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There Will Soon Be A Doomsday Vault For Human Poop

Scientists want to build a "doomsday poop vault" to save human health and microbial diversity - before it's too late.


Tom Hale


Tom Hale

Senior Journalist

Tom is a writer in London with a Master's degree in Journalism whose editorial work covers anything from health and the environment to technology and archaeology.

Senior Journalist

A CGI image of bacteria living in the human gut microbiome.

While science is starting to get to grips with the profound importance of the human microbiome, there is still a lot left to learn – and a huge amount of knowledge that risks being lost forever. Image credit: Alpha Tauri 3D Graphics/

Scientists are looking to create a vault that will hold samples of human poop from around the world. Through building this “doomsday vault,” they hope to protect the world’s microbial diversity and foster a deeper understanding of how global health is influenced by the trillions of bacteria living inside the human gut.

Dubbed the Microbiota Vault, the project says it takes direct inspiration from the Svalbard Global Seed Vault, a facility in the Norwegian Arctic that safeguards the global diversity of food crop seeds. It’s the brainchild of a team of microbe-obsessed researchers based at the University of Basel, the University of Lausanne, ETH Zürich, and Rutgers University.


Outlining their plan in a 2018 paper published in Science, the team explains how the rise of many diseases and conditions in recent decades – including obesity, diabetes, asthma, allergies, inflammatory bowel disease, Alzheimer’s, and autism – can be linked to changes in the human microbiome caused by urbanization, industrialization, and globalization. 

Our changing diet, overuse of antibiotics, and squeaky-clean approach to hygiene have affected the diversity of microbes living in the guts of many people. If we take a look at the poop of hunter-gatherers who live in remote parts of the world, we see a far more diverse and robust gut microbiome. 

Worldwide, however, this diversity is coming increasingly under threat, and scientists argue this is having an impact on our immune systems and global health.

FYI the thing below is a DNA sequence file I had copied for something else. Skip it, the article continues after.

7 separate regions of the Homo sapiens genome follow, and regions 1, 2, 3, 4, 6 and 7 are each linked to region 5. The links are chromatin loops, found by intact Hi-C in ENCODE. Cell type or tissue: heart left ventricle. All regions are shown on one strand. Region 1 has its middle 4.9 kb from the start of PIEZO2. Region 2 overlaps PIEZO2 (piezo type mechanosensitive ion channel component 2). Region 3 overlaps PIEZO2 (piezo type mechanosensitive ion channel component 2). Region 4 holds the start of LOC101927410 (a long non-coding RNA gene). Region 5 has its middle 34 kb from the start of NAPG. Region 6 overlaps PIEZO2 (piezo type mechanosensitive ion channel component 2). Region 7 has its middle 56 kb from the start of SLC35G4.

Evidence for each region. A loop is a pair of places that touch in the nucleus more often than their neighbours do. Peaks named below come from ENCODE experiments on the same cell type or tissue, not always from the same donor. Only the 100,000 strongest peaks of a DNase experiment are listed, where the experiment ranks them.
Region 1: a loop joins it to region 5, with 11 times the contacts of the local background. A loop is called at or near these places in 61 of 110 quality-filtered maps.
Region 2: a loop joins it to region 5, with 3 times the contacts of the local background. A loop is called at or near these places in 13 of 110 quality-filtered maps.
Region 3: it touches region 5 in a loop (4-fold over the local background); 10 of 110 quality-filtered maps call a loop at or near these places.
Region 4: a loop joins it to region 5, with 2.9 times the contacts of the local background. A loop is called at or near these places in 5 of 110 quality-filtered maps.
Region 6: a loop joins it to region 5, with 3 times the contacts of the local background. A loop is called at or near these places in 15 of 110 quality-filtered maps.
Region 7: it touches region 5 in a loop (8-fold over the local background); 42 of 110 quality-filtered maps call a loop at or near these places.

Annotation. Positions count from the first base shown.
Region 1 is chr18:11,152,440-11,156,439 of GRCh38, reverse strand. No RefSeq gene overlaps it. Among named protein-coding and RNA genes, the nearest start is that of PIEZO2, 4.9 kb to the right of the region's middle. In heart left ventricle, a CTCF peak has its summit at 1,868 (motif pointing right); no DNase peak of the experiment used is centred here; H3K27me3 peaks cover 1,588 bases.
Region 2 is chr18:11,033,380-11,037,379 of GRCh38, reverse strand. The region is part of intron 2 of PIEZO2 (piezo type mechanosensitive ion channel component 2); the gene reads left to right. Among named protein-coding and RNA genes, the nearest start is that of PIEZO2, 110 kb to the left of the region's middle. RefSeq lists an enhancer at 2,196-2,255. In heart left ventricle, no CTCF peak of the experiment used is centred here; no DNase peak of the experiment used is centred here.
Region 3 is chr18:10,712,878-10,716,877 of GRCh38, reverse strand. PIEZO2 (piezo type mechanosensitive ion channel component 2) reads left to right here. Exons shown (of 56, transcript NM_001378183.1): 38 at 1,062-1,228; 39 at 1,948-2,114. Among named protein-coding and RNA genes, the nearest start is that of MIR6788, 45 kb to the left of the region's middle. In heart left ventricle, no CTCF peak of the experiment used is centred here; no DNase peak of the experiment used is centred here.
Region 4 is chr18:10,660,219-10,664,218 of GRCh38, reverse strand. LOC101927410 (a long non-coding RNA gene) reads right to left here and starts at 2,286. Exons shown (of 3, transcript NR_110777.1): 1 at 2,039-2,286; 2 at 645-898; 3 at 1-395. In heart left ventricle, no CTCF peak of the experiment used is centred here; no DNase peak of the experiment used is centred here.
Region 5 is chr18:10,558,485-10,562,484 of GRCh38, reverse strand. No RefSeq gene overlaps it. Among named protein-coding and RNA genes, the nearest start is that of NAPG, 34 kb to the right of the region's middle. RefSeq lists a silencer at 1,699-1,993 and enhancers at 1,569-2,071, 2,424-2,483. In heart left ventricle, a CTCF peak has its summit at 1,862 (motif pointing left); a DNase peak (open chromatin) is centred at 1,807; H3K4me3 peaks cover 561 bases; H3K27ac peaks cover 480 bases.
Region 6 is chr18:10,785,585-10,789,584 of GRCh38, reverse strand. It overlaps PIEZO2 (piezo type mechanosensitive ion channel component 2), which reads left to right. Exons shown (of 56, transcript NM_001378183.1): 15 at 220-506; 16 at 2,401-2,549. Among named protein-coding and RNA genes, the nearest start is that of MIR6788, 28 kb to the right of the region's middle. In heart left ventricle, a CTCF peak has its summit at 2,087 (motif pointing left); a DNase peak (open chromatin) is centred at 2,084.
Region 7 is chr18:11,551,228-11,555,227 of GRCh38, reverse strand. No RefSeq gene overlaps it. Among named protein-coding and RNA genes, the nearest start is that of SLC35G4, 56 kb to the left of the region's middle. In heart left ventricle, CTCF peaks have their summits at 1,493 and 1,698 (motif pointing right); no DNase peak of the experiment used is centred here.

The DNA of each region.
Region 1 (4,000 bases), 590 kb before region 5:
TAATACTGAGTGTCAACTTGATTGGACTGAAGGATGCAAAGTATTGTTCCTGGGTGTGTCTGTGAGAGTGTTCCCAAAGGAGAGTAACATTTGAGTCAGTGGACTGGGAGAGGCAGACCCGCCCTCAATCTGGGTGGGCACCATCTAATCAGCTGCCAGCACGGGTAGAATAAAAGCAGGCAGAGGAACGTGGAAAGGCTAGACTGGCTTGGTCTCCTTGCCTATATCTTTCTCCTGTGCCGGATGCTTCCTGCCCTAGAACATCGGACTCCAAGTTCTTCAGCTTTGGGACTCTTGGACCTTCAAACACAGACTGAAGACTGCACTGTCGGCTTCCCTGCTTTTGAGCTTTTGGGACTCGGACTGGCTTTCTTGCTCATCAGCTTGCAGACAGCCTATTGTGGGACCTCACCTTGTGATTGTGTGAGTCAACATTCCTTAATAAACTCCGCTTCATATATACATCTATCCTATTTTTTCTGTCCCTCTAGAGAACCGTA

While science is just starting to get to grips with the profound importance of the human microbiome, there is still a lot left to learn – and a huge amount of knowledge that risks being lost forever. 


“Metagenomic analyses had previously shown that ~80 percent of the bacteria inhabiting the human body are unknown, prompting the metaphor of ‘microbial dark matter.’ Such unknown diversity also extends to archaea, microbial eukaryotes, and viruses. Taken together, this means that there is a danger of irrevocably losing valuable information and opportunity, at a time when science has just started understanding the health relevance and potential of our microbial environment and the microbiome,” the researchers explain in a 2020 feasibility study. 

They argue that the solution is a biobank to preserve the world’s microbial diversity and provide researchers with the opportunity to master the science of human microbiomes.

In 2021, the Microbiota Vault initiative sparked the Launch Phase of the project, a two-year period to kick-start the installation of a biobank somewhere in Switzerland. Their aim is to eventually start collecting a diverse range of microbial samples, which they say will primarily come from human poop, and preserve them either through cryogenic deep freezing or freeze-drying. 

There is already a rich landscape of existing projects hoping to achieve similar things. One example, called the Global Microbiome Conservancy, is already in action and has collected over 1,000 microbiome samples from people living across America, Europe, Africa, and Asia. 


The Microbiota Vault says they wish to build on this work and become part of a “powerful global framework” to strengthen human microbiome research.

“A global repository of human-associated microbes should back up existing research collections, similar in principle to the inspiring example of the Seed Vault established in the permafrost of Svalbard Island in Norway to preserve the natural biodiversity of plants. We owe future generations the microbes that colonized our ancestors for at least 200,000  years of human evolution,” the researchers explained in the 2018 study. 

“We must begin before it is too late,” they conclude.


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